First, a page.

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Discussion Starter #1
I promised TNAndy (who gave me lots and lots of advice over the last nine months or so) that I would write up my system and post some pictures. My system just went active on Saturday, so now I can do that without jinxing myself so here it is . . .

I’ve been thinking about doing a solar power system for 5-10 years, but every time I looked into, I just didn’t see the payoff. To be frank, unless your state has great incentives, I still don’t think the economic payoff is very good . . . although it is a lot better than it used to be since the price of panels has come down so far.

The first thing to decide is whether you want a grid-tied, off-grid or battery backup system. For me a grid-tied only system was a non-starter since you have no power in an emergency . . . and an off-grid wouldn’t really let me “use” my generated power as easily and would put more wear and tear on the batteries, so I decided on a grid-tied with battery backup so I can easily dump/sell the power back into the grid and have a pristine battery ready for emergencies.

Having decided that, the next thing is to figure out the size of the system. I got one of those Kill-a-watt devices and plugged it into the main appliances in the house to figure out what I was using. My goal isn’t to replace all of my power, it is primarily to power certain things during an emergency. My lowest level of emergency power required would be 1.5kW for my freezer and woodstove insert fan (I can stay warm and keep my food cold), but I just doubled that for some lights, computer usage, charging devices, etc. So I figured a minimum of 3Kw daily usage (in normal use with cheap power we -- large family -- use about 30Kw/day). Long story short I looked at what I could fit on my garage roof (best southern exposure I have) and I put on a 3.7kW system (15 panels x 245 W). Charts show average solar exposure for my area is 3.5 hours, so I just figured 3 hours/day average, so overall I should average 11.1 kWH/day (but my placement is not ideal, so maybe a little less than that frankly). Anyway, this will produce about 35% or so of our power needs. Why not bigger? I would have had a hard time fitting more on the garage roof and above 4kW I would have needed to step up to a 240V inverter system which would have boosted the cost another $2k or so right there. So that was a good stopping point for me. If I add in the future the power system I used can be stacked with multiple units as master/slave, so I could expand possibly.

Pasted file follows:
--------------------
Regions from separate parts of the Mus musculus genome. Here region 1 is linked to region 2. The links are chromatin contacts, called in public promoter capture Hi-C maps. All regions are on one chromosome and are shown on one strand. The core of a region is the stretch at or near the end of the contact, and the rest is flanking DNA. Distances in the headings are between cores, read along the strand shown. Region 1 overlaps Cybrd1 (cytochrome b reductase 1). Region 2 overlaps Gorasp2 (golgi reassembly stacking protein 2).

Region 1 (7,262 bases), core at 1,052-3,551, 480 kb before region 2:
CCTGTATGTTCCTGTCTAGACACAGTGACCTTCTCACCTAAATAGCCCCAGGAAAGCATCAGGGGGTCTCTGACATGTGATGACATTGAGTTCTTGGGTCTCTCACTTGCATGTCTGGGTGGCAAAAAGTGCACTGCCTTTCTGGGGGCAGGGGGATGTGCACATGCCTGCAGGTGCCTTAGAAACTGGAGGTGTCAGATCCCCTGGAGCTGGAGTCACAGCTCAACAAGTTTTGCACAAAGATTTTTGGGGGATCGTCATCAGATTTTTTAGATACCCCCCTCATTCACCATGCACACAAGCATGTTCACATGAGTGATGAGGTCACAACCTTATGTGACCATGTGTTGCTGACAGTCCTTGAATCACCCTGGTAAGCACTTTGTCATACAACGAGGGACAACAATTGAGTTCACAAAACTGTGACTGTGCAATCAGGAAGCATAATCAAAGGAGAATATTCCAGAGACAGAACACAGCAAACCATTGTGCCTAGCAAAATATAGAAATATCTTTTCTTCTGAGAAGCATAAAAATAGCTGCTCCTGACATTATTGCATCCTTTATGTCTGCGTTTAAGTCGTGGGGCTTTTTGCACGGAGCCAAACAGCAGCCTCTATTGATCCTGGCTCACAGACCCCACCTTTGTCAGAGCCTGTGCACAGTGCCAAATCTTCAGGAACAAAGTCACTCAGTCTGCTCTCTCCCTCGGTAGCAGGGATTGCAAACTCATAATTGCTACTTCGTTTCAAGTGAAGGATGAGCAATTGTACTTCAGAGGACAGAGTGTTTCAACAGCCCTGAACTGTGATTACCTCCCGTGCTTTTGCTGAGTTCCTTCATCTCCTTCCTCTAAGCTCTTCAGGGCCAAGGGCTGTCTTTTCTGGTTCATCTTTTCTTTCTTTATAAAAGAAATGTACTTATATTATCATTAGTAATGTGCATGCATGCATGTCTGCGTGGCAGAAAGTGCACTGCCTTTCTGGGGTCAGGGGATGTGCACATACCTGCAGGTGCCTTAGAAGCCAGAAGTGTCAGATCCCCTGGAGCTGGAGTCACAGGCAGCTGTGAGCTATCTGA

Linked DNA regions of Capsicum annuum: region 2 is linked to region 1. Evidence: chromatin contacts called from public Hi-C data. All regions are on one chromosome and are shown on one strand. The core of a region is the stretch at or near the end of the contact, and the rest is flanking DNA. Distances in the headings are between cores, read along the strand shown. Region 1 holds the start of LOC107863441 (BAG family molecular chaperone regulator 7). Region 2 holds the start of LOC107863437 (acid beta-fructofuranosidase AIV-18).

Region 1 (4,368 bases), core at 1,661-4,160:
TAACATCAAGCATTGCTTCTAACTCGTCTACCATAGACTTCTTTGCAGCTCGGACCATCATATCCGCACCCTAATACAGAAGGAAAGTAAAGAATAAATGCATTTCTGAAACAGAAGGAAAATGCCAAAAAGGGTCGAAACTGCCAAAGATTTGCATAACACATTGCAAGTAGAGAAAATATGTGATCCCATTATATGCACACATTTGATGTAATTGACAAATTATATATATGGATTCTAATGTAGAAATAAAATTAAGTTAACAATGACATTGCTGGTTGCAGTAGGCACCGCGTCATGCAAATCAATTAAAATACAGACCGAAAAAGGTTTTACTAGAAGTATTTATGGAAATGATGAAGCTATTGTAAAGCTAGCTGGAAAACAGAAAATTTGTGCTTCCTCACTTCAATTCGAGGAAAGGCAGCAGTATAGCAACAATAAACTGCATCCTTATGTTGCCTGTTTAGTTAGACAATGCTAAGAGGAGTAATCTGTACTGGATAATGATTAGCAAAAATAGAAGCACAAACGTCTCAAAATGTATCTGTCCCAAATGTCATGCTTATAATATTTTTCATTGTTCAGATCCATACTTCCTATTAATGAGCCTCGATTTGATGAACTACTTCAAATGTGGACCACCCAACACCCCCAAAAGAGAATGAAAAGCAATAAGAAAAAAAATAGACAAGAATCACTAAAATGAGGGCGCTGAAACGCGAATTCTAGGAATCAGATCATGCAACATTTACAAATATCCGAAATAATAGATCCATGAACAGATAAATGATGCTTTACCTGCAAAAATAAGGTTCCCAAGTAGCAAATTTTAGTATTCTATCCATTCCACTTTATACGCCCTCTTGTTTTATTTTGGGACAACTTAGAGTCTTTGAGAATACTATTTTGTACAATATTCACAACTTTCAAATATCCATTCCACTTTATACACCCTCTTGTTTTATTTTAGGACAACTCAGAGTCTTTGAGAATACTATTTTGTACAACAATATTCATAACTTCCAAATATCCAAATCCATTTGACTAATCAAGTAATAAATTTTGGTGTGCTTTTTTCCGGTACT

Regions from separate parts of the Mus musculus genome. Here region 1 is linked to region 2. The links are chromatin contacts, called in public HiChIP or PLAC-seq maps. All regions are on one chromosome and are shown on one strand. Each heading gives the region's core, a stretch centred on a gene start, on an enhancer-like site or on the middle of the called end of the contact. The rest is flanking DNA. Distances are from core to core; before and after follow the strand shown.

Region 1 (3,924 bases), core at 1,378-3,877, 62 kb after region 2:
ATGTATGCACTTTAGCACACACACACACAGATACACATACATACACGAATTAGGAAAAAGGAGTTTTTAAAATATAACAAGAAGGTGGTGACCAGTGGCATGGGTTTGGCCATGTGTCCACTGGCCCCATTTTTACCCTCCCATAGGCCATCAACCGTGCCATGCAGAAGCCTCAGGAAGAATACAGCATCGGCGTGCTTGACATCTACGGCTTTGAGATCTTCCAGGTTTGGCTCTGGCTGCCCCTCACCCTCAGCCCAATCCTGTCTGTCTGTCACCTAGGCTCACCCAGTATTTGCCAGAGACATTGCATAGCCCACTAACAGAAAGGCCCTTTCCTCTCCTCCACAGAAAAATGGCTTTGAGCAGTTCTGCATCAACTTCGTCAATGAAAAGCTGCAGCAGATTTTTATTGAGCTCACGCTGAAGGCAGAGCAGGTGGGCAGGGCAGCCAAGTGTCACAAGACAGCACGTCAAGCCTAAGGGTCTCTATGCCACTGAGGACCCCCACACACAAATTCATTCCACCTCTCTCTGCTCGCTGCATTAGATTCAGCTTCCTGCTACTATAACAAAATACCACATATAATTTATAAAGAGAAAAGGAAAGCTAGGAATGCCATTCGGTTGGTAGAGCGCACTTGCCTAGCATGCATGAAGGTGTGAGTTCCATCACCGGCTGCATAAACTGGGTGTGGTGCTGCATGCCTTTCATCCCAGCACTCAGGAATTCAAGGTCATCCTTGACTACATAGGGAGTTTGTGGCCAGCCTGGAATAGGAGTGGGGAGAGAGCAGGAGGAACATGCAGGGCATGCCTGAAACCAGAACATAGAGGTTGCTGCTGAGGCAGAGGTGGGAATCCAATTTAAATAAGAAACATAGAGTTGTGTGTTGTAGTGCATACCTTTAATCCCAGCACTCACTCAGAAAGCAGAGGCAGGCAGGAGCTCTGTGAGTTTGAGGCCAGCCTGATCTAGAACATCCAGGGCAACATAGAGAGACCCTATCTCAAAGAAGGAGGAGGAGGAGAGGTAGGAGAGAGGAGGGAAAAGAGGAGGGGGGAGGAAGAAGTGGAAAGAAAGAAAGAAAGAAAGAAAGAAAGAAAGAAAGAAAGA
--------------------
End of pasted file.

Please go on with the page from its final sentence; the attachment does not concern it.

Equipment wise, I found I was able to go with all main components being made in USA with very little extra cost. The main components of the system were racking (Iron Ridge), panels (Suniva poly 245W), combiner, disconnects (inspectors required two separate ones on garage and house), and power system which has the charge controller and inverter and all cutoffs and surge protectors (Outback FlexPower One GVFX3648 system) and finally a 48V 600A forklift battery.

I don’t want to bore you with all the details, but I put the racking and panels up myself and wired them into the combiner box. With those 15 panels, there are five strings of three panels going into the combiner box, so each string of three panels has about 105VAC coming out at 8.5A -- when combined then they are 105VAC at about 42A. I hung the Outback power system myself and installed the interlock kit on the service panel. And I hired out the trenching and wiring from the combiner box to the Outback panel to an electrician. The racking took me the better part of a whole weekend to install (long story short, I ran cross supports between my garage attic trusses since I couldn’t reliably find and drill into the trusses themselves). Fastening the panels on the rails and wiring to the combiner took me a few nights after work . . . easy work except that those panels are bigger and more awkward than you might think when you are standing on a roof! (3x5 and 40 pounds I think) This was an easy low roof . . . God bless you if you are doing this on a second story roof (personally, I wouldn't do it myself and I am a big time DIY guy).